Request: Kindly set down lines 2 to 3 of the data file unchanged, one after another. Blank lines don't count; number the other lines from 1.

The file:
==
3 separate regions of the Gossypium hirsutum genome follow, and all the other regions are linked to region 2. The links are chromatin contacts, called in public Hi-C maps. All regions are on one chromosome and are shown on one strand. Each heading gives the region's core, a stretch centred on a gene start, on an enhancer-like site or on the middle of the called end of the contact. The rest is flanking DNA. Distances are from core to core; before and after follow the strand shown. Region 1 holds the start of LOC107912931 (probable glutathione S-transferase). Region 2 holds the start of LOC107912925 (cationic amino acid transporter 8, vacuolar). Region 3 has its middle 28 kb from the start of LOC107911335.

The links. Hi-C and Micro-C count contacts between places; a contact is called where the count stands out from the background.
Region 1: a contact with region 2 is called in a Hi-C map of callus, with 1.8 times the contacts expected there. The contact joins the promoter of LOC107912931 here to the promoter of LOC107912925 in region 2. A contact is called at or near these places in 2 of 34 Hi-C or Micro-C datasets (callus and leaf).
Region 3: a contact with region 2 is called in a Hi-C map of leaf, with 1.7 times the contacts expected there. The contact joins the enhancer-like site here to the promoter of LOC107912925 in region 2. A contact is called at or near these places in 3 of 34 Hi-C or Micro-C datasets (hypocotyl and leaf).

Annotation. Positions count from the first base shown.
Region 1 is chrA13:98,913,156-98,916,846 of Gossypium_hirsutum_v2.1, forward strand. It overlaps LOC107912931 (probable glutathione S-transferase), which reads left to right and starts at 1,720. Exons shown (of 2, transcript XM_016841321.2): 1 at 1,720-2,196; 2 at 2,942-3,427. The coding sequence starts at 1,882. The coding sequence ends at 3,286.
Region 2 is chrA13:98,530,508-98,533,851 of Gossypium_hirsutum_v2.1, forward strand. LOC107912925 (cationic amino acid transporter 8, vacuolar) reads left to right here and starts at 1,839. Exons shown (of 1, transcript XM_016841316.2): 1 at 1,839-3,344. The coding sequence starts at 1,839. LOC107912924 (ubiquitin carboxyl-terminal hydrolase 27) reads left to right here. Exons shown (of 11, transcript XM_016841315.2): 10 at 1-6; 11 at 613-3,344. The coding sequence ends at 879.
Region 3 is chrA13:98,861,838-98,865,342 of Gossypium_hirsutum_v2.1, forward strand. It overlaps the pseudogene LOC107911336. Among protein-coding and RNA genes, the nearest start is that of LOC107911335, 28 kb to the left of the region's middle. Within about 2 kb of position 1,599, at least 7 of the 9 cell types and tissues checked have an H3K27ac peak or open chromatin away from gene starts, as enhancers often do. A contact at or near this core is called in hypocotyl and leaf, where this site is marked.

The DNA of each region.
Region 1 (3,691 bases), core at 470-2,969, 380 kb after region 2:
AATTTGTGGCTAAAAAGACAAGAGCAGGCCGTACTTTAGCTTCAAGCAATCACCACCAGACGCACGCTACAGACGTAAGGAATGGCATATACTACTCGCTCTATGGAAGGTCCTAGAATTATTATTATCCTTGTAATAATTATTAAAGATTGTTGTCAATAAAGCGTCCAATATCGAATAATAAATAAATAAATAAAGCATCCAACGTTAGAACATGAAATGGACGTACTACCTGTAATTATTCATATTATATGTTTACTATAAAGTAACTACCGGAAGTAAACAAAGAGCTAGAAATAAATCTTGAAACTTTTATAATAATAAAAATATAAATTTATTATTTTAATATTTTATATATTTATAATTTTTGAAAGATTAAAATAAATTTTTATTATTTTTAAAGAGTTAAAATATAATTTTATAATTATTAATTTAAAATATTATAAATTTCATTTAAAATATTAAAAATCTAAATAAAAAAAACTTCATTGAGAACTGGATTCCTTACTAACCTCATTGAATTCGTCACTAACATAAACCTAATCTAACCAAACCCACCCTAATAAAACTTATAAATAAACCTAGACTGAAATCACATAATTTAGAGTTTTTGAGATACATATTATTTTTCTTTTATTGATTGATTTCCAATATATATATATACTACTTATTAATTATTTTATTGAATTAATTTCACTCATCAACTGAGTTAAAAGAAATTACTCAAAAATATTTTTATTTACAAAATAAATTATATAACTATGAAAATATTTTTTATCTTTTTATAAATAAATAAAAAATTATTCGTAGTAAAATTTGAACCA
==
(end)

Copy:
The links. Hi-C and Micro-C count contacts between places; a contact is called where the count stands out from the background.
Region 1: a contact with region 2 is called in a Hi-C map of callus, with 1.8 times the contacts expected there. The contact joins the promoter of LOC107912931 here to the promoter of LOC107912925 in region 2. A contact is called at or near these places in 2 of 34 Hi-C or Micro-C datasets (callus and leaf).